In venture investing, the most common model is to invest in a portfolio of companies out of a fund. You hope that a few are big wins, a few are slight wins, and the remainder is not impactful on fund returns.
Companies must have the potential to be very large to make that model work. Only a few are expected to return enough so the fund can return a multiple of invested capital. If we can't do that, our limited partner investors aren't happy, and neither are we.
We often see companies pitched to us that are not likely to be large enough to make our model work. That doesn't mean they can't be great businesses.
How do you know if a business can be huge?
Until now, I haven't had a framework to explain this to people concisely.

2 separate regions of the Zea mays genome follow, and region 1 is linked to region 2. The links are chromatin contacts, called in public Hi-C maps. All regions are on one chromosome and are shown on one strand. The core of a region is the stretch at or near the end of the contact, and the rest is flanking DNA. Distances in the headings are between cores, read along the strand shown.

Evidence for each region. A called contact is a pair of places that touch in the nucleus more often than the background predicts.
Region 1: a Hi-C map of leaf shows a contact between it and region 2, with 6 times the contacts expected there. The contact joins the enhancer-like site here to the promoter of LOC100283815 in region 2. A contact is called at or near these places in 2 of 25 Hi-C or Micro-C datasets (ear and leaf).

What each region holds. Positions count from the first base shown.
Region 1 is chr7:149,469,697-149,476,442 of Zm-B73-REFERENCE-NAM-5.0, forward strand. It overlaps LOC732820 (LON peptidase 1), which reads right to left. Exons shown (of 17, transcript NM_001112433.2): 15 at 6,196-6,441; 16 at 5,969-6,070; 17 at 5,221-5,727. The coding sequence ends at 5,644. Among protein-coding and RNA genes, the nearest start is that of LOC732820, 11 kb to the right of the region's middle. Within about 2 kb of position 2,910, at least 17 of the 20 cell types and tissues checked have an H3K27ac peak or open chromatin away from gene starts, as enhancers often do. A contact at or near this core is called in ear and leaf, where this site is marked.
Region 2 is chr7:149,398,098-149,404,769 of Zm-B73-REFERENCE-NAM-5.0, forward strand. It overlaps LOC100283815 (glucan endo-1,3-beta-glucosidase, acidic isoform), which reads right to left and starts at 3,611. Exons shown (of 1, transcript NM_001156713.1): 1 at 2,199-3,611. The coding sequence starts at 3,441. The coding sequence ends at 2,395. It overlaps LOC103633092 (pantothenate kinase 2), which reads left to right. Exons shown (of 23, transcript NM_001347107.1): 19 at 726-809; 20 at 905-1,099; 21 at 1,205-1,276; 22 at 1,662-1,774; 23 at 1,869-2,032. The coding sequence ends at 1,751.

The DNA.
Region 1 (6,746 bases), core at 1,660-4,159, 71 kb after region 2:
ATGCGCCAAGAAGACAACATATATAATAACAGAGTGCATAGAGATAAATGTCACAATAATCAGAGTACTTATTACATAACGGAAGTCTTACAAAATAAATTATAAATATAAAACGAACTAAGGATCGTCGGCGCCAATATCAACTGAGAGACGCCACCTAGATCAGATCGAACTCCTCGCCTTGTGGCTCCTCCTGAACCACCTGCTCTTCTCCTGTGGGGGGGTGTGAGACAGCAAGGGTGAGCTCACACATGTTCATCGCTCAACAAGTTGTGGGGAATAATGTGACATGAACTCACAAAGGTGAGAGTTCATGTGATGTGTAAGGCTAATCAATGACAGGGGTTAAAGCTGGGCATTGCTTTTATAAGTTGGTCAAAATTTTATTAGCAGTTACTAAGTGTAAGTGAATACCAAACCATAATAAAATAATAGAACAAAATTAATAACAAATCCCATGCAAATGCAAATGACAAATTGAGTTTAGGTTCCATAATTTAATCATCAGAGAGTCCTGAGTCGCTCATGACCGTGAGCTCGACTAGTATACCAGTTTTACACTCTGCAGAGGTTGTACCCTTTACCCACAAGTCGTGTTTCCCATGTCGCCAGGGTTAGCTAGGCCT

In a new favorite book of mine called 7 Powers: The Foundations of Business Strategy, author Hamilton W. Helmer presents his framework for "power." He defines it as the ability of a business to profit large margins from a market over an extended period.
His belief is there are seven ways that businesses can achieve Power over a market. Most of us are familiar with things like economies of scale, network effects and brand. But, there are four more.
I highly recommend this book if you're thinking about business strategy or investing. Here's an interview with the author as well: